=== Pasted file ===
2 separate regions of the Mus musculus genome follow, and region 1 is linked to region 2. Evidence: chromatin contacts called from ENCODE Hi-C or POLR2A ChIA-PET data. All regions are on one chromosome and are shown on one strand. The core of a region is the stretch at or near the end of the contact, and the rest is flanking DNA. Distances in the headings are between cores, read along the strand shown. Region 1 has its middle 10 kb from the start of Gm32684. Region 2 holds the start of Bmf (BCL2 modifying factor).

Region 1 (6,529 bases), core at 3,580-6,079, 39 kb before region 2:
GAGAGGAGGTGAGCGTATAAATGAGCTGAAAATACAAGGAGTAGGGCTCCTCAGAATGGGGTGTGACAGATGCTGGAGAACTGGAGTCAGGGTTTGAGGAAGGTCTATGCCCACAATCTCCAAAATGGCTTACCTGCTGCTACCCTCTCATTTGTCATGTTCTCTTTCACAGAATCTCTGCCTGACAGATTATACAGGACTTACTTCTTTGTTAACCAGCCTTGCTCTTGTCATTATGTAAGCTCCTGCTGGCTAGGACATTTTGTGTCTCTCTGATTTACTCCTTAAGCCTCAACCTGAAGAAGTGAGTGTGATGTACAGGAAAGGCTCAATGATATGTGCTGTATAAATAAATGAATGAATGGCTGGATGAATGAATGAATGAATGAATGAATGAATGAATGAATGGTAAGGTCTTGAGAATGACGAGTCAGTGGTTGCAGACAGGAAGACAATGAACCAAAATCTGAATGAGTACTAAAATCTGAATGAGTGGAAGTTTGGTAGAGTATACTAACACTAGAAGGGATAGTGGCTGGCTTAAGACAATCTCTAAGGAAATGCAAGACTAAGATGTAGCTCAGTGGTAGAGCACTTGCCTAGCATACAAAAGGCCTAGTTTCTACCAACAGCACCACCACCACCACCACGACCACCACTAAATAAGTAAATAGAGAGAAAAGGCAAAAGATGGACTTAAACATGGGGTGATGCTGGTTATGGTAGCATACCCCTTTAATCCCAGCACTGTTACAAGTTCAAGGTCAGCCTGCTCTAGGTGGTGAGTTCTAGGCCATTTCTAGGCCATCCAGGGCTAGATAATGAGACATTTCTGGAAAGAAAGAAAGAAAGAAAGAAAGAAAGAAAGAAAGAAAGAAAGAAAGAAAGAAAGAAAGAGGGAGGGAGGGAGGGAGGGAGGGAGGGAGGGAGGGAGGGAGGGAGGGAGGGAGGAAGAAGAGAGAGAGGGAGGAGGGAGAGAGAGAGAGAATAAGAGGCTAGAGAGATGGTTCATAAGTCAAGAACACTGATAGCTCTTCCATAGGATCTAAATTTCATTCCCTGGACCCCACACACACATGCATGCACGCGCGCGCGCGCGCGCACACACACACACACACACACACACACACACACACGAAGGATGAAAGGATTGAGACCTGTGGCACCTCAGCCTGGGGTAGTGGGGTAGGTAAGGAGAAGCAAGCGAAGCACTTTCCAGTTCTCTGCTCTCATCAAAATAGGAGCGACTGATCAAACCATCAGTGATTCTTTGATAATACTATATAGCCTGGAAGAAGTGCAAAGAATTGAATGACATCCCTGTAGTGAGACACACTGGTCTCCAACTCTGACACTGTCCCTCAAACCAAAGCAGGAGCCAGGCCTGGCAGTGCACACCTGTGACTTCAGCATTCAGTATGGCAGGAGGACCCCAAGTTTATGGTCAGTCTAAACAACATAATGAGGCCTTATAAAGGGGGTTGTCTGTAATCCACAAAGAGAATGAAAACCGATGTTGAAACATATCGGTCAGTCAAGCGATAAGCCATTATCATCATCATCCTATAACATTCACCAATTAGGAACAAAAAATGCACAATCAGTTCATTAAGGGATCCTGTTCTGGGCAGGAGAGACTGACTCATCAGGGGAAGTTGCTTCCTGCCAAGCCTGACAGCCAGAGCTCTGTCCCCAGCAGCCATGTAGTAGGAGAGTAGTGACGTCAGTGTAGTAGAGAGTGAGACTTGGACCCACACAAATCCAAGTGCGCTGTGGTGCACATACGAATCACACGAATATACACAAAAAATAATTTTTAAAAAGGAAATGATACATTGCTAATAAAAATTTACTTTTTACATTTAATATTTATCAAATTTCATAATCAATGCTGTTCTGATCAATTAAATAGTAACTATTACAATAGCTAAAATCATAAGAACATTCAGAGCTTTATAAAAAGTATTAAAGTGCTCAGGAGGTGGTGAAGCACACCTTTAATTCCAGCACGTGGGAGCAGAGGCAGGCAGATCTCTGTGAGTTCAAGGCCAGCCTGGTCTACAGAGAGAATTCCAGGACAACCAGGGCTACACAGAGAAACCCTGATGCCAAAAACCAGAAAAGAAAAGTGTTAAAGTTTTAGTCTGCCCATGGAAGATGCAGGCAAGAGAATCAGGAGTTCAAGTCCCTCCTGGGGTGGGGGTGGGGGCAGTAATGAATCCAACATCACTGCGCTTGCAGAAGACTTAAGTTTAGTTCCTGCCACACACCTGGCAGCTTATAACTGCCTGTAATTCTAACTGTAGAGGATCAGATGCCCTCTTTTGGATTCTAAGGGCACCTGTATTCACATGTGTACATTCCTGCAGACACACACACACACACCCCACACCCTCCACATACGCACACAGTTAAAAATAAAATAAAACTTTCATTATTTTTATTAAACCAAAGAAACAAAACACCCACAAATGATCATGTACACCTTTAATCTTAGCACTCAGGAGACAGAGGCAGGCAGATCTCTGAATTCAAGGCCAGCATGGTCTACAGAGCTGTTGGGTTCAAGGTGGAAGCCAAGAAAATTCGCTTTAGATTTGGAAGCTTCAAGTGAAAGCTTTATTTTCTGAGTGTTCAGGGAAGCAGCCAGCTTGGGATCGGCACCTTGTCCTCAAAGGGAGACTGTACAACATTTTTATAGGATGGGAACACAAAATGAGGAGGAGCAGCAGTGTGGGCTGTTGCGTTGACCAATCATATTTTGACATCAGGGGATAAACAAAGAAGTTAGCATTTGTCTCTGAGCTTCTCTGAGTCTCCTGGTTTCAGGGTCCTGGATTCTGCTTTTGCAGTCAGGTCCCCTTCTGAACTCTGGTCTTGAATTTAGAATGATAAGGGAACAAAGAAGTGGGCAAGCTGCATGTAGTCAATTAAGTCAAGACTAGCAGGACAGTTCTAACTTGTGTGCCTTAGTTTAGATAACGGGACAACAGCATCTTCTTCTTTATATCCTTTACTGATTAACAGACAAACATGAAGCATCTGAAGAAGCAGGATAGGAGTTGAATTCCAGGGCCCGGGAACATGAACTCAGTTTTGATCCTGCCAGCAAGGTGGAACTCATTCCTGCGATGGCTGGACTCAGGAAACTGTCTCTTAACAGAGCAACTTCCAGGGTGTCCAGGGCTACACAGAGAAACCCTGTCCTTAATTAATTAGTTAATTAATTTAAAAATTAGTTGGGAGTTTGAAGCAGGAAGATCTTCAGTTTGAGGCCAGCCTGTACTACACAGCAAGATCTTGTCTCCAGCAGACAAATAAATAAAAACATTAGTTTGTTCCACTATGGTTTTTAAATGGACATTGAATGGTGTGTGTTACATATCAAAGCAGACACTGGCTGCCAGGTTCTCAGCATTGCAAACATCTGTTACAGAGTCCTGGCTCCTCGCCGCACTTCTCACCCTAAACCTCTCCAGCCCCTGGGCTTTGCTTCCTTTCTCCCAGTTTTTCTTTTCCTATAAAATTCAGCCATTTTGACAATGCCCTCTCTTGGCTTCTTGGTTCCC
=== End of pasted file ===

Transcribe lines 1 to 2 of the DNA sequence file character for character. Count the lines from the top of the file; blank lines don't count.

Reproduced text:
2 separate regions of the Mus musculus genome follow, and region 1 is linked to region 2. Evidence: chromatin contacts called from ENCODE Hi-C or POLR2A ChIA-PET data. All regions are on one chromosome and are shown on one strand. The core of a region is the stretch at or near the end of the contact, and the rest is flanking DNA. Distances in the headings are between cores, read along the strand shown. Region 1 has its middle 10 kb from the start of Gm32684. Region 2 holds the start of Bmf (BCL2 modifying factor).

Region 1 (6,529 bases), core at 3,580-6,079, 39 kb before region 2: